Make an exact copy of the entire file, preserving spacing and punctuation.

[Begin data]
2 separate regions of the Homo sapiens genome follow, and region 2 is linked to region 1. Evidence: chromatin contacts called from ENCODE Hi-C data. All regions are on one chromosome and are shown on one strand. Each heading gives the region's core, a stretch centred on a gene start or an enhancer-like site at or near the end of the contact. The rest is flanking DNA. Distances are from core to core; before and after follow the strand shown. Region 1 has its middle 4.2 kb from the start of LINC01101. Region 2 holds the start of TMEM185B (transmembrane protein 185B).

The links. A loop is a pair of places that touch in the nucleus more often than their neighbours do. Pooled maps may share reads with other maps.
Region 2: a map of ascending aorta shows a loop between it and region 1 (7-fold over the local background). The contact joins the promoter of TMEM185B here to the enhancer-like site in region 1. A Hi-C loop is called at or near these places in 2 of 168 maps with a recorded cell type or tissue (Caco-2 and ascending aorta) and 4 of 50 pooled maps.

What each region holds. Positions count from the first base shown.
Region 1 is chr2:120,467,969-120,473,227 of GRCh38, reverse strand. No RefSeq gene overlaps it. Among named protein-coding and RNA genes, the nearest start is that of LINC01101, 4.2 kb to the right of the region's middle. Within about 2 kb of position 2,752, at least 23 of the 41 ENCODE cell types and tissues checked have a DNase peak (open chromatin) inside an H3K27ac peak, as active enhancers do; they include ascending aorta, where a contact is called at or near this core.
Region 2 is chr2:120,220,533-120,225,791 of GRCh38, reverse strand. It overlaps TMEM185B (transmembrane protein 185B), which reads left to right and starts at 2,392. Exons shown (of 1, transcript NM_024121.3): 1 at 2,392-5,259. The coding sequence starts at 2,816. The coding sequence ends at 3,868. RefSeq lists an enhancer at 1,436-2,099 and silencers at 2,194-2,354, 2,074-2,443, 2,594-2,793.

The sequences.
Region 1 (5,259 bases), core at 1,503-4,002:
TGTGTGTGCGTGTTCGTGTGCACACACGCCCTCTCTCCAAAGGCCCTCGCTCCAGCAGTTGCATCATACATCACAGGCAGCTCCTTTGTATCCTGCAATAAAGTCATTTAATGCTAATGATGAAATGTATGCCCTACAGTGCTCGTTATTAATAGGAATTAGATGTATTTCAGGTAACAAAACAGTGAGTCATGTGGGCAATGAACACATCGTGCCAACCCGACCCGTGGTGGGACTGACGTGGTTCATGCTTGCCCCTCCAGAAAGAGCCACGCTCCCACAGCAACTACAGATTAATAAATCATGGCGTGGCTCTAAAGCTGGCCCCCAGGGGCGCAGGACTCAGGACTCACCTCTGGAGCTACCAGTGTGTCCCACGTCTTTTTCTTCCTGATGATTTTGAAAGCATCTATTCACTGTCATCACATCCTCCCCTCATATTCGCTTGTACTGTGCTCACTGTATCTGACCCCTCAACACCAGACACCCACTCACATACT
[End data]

2 separate regions of the Homo sapiens genome follow, and region 2 is linked to region 1. Evidence: chromatin contacts called from ENCODE Hi-C data. All regions are on one chromosome and are shown on one strand. Each heading gives the region's core, a stretch centred on a gene start or an enhancer-like site at or near the end of the contact. The rest is flanking DNA. Distances are from core to core; before and after follow the strand shown. Region 1 has its middle 4.2 kb from the start of LINC01101. Region 2 holds the start of TMEM185B (transmembrane protein 185B).

The links. A loop is a pair of places that touch in the nucleus more often than their neighbours do. Pooled maps may share reads with other maps.
Region 2: a map of ascending aorta shows a loop between it and region 1 (7-fold over the local background). The contact joins the promoter of TMEM185B here to the enhancer-like site in region 1. A Hi-C loop is called at or near these places in 2 of 168 maps with a recorded cell type or tissue (Caco-2 and ascending aorta) and 4 of 50 pooled maps.

What each region holds. Positions count from the first base shown.
Region 1 is chr2:120,467,969-120,473,227 of GRCh38, reverse strand. No RefSeq gene overlaps it. Among named protein-coding and RNA genes, the nearest start is that of LINC01101, 4.2 kb to the right of the region's middle. Within about 2 kb of position 2,752, at least 23 of the 41 ENCODE cell types and tissues checked have a DNase peak (open chromatin) inside an H3K27ac peak, as active enhancers do; they include ascending aorta, where a contact is called at or near this core.
Region 2 is chr2:120,220,533-120,225,791 of GRCh38, reverse strand. It overlaps TMEM185B (transmembrane protein 185B), which reads left to right and starts at 2,392. Exons shown (of 1, transcript NM_024121.3): 1 at 2,392-5,259. The coding sequence starts at 2,816. The coding sequence ends at 3,868. RefSeq lists an enhancer at 1,436-2,099 and silencers at 2,194-2,354, 2,074-2,443, 2,594-2,793.

The sequences.
Region 1 (5,259 bases), core at 1,503-4,002:
TGTGTGTGCGTGTTCGTGTGCACACACGCCCTCTCTCCAAAGGCCCTCGCTCCAGCAGTTGCATCATACATCACAGGCAGCTCCTTTGTATCCTGCAATAAAGTCATTTAATGCTAATGATGAAATGTATGCCCTACAGTGCTCGTTATTAATAGGAATTAGATGTATTTCAGGTAACAAAACAGTGAGTCATGTGGGCAATGAACACATCGTGCCAACCCGACCCGTGGTGGGACTGACGTGGTTCATGCTTGCCCCTCCAGAAAGAGCCACGCTCCCACAGCAACTACAGATTAATAAATCATGGCGTGGCTCTAAAGCTGGCCCCCAGGGGCGCAGGACTCAGGACTCACCTCTGGAGCTACCAGTGTGTCCCACGTCTTTTTCTTCCTGATGATTTTGAAAGCATCTATTCACTGTCATCACATCCTCCCCTCATATTCGCTTGTACTGTGCTCACTGTATCTGACCCCTCAACACCAGACACCCACTCACATACT